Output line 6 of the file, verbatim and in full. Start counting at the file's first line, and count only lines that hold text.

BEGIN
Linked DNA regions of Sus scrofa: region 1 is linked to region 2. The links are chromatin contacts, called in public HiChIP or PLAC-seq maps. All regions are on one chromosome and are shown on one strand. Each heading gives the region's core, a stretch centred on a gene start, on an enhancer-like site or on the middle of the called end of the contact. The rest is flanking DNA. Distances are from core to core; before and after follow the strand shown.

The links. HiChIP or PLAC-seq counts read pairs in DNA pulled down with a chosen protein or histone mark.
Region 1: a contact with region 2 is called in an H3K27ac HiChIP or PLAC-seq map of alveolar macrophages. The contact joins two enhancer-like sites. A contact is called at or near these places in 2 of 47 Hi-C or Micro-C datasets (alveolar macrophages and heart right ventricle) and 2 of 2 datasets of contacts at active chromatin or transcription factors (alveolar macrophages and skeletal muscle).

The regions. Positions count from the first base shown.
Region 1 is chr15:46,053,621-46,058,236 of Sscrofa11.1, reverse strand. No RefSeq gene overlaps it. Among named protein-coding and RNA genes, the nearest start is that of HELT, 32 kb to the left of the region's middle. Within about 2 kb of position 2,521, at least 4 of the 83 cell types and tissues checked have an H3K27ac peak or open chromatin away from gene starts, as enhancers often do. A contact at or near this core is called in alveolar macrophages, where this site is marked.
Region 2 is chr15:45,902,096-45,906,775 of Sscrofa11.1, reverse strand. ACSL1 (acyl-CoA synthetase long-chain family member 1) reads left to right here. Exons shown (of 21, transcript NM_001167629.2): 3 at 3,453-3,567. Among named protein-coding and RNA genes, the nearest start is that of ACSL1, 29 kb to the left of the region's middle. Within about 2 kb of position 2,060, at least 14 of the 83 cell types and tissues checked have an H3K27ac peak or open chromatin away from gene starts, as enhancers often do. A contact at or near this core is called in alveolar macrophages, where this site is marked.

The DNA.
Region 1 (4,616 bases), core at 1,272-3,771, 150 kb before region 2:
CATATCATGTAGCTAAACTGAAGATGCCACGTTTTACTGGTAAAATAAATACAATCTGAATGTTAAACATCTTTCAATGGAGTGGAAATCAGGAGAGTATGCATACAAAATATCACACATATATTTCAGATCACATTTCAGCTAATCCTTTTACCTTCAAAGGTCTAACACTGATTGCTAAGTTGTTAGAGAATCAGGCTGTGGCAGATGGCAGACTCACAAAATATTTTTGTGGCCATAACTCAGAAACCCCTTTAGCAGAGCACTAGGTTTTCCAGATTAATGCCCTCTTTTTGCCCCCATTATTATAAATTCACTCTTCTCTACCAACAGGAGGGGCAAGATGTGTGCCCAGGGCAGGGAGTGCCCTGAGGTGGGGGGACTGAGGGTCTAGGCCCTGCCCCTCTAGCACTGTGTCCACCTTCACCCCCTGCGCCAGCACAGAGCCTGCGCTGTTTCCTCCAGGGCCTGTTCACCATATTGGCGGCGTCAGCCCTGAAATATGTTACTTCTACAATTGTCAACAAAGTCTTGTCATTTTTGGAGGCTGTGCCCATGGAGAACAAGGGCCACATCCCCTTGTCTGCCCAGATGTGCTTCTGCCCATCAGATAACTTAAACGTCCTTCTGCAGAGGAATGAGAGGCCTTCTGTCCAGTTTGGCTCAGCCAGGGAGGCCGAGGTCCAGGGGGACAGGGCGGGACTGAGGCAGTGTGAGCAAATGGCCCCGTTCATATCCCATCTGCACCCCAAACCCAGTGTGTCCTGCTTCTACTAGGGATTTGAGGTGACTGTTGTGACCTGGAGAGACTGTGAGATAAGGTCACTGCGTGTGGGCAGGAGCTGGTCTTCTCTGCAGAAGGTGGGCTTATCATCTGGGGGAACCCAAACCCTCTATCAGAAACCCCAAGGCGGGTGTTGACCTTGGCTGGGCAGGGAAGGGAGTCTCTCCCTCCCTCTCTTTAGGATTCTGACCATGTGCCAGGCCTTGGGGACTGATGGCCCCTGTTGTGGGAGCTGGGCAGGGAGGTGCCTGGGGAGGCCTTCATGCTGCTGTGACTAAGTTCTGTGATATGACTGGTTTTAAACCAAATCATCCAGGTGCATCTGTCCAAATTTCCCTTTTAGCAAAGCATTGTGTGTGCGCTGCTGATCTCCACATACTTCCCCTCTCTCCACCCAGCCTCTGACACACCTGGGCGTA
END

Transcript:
Region 2 is chr15:45,902,096-45,906,775 of Sscrofa11.1, reverse strand. ACSL1 (acyl-CoA synthetase long-chain family member 1) reads left to right here. Exons shown (of 21, transcript NM_001167629.2): 3 at 3,453-3,567. Among named protein-coding and RNA genes, the nearest start is that of ACSL1, 29 kb to the left of the region's middle. Within about 2 kb of position 2,060, at least 14 of the 83 cell types and tissues checked have an H3K27ac peak or open chromatin away from gene starts, as enhancers often do. A contact at or near this core is called in alveolar macrophages, where this site is marked.